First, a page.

The Vault is a sequel of sorts to one of Rendell's non-Wexford suspense novels, A Sight for Sore Eyes. There is no need to have read A Sight for Sore Eyes to follow The Vault, but it adds interest. And added interest is a good thing to have in this case. The Vault is not a bad book, but it lacks sparkle, is sometimes plodding and just not quite up to Rendell's usual standard.

With a couple of exceptions, the various witnesses and suspects are so one-dimensional that it's difficult to keep them straight. The secondary story strand, about Wexford and Dora's Kingsmarkham daughter, Sylvia, is somehow lurid and dull at the same time. The editing could use some work too. Yearly dates are given as, for example, twenty-oh-six, two thousand six, and 2006. A long paragraph on the first page of the book is unclear and I needed to re-read it a couple of times to be sure I had it straight. But there were some interesting observations on Wexford's new role as a consulting detective; someone who has no official standing, and how it affects his interactions with interviewees and the police.

I was glad to spend time again with Inspector Wexford and hope to read more in the series. Wexford's unofficial role presents some new possibilities that I hope Rendell will explore. I just hope that next time around, the book is more up to the series' usual standard. If you haven't read any Inspector Wexford books, this isn't the book to start with. That would be the first in the series, From Doon With Death. Alternatively, The Monster In the Box can be read as a standalone.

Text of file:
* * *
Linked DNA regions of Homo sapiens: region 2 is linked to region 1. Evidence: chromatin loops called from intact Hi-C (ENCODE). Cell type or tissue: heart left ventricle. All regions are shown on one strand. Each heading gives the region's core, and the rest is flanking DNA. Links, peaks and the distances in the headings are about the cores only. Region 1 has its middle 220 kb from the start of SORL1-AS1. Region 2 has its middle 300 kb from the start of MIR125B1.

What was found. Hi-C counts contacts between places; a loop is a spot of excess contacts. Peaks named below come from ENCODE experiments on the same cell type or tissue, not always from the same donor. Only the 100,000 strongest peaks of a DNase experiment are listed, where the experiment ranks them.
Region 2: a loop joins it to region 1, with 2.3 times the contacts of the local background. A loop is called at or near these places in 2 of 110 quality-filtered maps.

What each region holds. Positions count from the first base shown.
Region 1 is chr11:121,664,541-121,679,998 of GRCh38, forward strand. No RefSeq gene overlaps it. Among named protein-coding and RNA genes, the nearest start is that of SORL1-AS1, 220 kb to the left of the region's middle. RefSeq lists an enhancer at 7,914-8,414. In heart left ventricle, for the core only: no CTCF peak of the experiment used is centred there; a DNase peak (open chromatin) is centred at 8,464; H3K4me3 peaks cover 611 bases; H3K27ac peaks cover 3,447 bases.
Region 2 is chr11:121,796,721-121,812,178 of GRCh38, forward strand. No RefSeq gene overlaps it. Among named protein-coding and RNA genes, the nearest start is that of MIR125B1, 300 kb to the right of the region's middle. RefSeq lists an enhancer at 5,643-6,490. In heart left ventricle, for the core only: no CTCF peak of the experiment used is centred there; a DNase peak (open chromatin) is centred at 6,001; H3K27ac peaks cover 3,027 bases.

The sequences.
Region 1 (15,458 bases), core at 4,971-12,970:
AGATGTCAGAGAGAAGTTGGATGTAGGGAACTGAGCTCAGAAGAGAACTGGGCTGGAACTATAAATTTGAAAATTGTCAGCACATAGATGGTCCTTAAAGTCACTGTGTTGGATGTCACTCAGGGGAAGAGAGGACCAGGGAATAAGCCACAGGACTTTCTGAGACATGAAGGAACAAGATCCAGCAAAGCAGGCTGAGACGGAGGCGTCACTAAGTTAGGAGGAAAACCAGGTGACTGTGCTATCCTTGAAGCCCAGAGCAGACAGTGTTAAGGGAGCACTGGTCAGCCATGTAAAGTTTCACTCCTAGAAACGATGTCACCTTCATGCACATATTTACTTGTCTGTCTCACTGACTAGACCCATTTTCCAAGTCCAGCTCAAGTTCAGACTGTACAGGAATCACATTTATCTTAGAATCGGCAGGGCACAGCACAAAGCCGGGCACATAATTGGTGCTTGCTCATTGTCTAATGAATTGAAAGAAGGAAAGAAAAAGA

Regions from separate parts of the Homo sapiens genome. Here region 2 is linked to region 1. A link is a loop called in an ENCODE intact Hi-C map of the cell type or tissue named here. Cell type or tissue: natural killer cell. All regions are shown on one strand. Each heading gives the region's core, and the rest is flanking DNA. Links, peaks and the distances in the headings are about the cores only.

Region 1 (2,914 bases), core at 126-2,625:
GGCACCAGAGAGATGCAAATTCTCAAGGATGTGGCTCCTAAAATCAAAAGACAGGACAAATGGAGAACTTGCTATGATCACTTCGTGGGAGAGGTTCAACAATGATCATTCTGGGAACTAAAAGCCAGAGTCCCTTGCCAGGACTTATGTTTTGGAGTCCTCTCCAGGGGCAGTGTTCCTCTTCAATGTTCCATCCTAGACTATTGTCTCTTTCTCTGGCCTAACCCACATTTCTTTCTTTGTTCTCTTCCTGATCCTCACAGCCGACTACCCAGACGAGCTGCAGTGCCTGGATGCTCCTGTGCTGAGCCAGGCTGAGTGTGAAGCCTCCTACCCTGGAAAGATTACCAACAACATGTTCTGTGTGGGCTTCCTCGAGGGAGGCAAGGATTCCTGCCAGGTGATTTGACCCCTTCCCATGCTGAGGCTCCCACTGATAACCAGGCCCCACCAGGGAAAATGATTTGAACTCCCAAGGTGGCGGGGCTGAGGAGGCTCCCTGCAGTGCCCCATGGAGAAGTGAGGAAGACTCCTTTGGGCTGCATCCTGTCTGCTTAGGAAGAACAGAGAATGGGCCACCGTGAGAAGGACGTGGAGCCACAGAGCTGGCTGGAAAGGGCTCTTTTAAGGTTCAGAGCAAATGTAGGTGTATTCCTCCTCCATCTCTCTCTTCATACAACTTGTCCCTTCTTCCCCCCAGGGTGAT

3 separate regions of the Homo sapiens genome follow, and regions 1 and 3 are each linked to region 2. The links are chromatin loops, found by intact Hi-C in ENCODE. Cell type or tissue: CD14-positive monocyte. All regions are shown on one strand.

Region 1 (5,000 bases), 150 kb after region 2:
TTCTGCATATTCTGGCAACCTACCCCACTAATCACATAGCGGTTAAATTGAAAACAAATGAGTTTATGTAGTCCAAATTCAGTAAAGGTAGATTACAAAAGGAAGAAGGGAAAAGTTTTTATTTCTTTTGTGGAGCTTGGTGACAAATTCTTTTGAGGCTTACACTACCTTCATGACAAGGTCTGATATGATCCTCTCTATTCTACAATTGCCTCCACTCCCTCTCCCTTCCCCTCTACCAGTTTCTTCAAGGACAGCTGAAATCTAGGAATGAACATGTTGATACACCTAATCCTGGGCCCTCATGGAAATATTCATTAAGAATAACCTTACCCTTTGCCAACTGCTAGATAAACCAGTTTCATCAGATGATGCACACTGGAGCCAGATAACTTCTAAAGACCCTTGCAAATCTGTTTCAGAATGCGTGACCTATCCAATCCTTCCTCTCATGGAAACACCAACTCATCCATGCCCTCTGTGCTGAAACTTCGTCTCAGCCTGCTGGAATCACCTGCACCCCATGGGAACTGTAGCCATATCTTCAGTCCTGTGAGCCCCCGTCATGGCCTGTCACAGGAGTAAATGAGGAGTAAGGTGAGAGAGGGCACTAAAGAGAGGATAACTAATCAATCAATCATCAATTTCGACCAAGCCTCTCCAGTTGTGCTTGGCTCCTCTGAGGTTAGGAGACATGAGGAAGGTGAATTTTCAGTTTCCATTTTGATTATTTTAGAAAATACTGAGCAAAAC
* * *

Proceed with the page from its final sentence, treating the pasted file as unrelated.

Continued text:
24 of 24 people found the following review helpful
HASH(0xa3f15bb8) out of 5 stars Ended up being one of the better Wexford stories for me Sept. 18 2011
By sb-lynn - Published on Amazon.com
Format: Hardcover
Brief summary and review, no spoilers.

Inspector Wexford has (finally) retired and he and his wife Dora are spending some time in London at their daughter Sylvia's second home. But the good inspector doesn't have too much time on his hands when a Detective Superintendent named Tom Ede asks Wexford for some help on a perplexing case.